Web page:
A striking house that creates a bridge between modern design and nature.

Located in Spokane, Washington, the T-shaped Rimrock house responds to the topography of a gorgeous site. The word “rimrock” refers to a sheer cliff formed at the edge of a canyon or plateau. Here, the structure sises above a wash on a bedrock of volcanic basalt, overlooking the Riverside State Park below, the valley, city, and mountains in the distance. Seattle-based firm Olson Kundig designed the house with a contemporary aesthetic anchored in a deep respect for nature. From the position of the building to the choice of materials, every aspect of the project aims to protect the landscape.

The T-shaped structure features an elongated volume that reaches forward towards the valley. Clad in weathering steel, the rusty-brown structure blends into the landscape. The house’s elevation has several purposes. On one hand, it preserves the wash below which provides a natural path for wild animals to move between the mountains and the lower river area. On the other, it ensures that during the winter season the windows remain clear of snow. The architects maximized the views while taking into consideration the often extreme weather conditions of the area. Open but protected, the house becomes a shelter as well as a link between modern living spaces and wild nature.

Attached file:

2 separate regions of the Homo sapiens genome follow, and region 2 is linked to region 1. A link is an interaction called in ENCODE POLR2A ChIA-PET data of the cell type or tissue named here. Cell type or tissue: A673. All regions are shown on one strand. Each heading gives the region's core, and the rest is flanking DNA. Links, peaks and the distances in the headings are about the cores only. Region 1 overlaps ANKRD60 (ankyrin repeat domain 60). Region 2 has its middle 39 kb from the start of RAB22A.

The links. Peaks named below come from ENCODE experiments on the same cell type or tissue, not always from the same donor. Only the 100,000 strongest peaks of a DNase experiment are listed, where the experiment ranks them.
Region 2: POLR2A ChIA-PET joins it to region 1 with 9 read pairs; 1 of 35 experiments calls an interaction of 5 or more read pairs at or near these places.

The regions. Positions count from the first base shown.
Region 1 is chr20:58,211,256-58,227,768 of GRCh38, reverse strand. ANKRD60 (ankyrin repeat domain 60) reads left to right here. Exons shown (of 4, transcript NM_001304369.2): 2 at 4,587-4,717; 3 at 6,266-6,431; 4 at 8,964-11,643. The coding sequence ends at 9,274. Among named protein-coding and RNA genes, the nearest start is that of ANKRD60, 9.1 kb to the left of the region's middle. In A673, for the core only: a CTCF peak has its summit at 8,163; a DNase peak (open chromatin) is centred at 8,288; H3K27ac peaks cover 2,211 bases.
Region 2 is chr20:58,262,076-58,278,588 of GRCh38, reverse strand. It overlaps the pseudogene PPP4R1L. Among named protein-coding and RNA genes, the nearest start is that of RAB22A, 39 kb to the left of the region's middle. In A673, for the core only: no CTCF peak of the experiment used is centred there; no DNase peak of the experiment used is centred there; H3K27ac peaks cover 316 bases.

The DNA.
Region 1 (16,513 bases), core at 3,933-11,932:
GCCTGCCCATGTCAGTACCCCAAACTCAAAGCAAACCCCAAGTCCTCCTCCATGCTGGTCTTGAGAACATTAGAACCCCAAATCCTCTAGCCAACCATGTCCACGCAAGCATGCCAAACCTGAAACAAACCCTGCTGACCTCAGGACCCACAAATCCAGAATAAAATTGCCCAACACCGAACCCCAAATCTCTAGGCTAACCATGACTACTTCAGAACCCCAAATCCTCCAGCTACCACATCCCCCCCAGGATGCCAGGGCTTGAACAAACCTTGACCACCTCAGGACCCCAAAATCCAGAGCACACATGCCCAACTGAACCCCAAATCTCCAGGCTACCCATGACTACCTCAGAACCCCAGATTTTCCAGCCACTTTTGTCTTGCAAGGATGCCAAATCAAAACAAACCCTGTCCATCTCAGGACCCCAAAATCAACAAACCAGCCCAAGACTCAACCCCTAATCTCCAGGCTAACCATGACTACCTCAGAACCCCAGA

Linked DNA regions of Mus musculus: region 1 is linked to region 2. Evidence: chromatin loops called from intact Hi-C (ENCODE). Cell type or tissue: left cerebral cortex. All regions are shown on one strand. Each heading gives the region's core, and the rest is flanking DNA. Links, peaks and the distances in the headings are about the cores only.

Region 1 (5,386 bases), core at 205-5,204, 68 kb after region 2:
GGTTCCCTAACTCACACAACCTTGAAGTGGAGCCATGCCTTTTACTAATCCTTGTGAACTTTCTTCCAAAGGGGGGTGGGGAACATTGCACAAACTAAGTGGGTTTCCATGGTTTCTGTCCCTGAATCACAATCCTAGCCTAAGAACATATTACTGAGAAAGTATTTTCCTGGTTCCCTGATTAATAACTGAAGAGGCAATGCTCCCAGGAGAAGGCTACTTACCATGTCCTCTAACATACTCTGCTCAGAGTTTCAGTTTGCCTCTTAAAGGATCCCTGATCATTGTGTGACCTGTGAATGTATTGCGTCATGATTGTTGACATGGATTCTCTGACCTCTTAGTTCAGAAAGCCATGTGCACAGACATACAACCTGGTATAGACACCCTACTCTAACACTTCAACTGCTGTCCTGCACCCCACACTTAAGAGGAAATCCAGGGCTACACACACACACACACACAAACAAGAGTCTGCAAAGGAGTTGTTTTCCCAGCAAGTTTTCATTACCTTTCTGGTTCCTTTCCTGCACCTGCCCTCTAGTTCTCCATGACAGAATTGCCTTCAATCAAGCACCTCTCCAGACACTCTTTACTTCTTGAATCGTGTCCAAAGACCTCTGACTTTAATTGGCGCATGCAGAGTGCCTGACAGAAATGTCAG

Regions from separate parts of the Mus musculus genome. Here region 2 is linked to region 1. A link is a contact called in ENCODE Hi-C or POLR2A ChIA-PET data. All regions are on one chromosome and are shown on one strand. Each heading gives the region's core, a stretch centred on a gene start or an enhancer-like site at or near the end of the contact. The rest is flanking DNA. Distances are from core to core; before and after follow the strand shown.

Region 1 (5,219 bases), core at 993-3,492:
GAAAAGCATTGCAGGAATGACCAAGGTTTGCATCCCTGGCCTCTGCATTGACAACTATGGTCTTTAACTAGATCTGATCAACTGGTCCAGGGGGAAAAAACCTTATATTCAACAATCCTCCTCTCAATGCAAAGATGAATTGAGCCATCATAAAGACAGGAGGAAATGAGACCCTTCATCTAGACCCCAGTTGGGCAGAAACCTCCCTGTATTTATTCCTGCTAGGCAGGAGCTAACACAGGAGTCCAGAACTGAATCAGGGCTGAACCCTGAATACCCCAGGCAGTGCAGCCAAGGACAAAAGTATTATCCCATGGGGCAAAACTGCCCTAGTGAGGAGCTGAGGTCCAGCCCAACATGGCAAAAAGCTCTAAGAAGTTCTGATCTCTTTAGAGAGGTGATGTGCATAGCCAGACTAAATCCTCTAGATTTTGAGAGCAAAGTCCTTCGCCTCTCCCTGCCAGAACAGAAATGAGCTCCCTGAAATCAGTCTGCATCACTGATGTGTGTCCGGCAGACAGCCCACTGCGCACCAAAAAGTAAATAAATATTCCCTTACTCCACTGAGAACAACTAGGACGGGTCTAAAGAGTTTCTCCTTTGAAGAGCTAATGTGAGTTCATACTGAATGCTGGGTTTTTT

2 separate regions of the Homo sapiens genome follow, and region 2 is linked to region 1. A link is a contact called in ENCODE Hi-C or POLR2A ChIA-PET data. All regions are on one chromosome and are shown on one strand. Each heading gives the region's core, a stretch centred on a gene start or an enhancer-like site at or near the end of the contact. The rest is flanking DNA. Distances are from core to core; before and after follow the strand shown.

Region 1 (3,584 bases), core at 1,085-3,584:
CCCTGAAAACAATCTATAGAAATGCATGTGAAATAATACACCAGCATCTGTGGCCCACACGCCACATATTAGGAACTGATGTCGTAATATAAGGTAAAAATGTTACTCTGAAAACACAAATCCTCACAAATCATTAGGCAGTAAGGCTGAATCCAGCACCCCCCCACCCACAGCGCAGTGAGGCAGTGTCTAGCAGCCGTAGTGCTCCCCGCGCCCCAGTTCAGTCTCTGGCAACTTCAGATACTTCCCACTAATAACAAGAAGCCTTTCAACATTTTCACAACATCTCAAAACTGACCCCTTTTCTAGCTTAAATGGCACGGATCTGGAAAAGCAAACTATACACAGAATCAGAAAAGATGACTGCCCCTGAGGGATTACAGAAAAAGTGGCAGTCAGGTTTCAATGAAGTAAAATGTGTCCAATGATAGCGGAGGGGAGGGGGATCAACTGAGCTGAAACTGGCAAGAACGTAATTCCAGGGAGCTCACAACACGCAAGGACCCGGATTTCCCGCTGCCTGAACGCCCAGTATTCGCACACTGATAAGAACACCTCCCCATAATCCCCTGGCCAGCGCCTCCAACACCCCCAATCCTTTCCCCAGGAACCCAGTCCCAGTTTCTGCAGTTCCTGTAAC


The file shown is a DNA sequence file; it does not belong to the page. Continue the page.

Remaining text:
Rimrock also features a reversed transparency compared to the average home. Instead of having expansive glazing on the upper floor, the house features full-height windows on the lower level. This area contains the main socializing spaces such as the kitchen and lounge, all providing access to sweeping 180-degree views. The upper level is more private, with openings offering curated views of the landscape. Quiet and sheltered, this floor allows the owner to retreat from the open-plan area into an intimate living space. The team chose materials that will withstand harsh weather conditions. Eco-friendly details complete the build. These include installing reclaimed local steel panels, using automatic shades for the windows to lower energy use, and preventing site erosion by collecting rain water and percolating it back to the ground water system. Photographs© Benjamin Benschneider, Kevin Scott / Olson Kundig.

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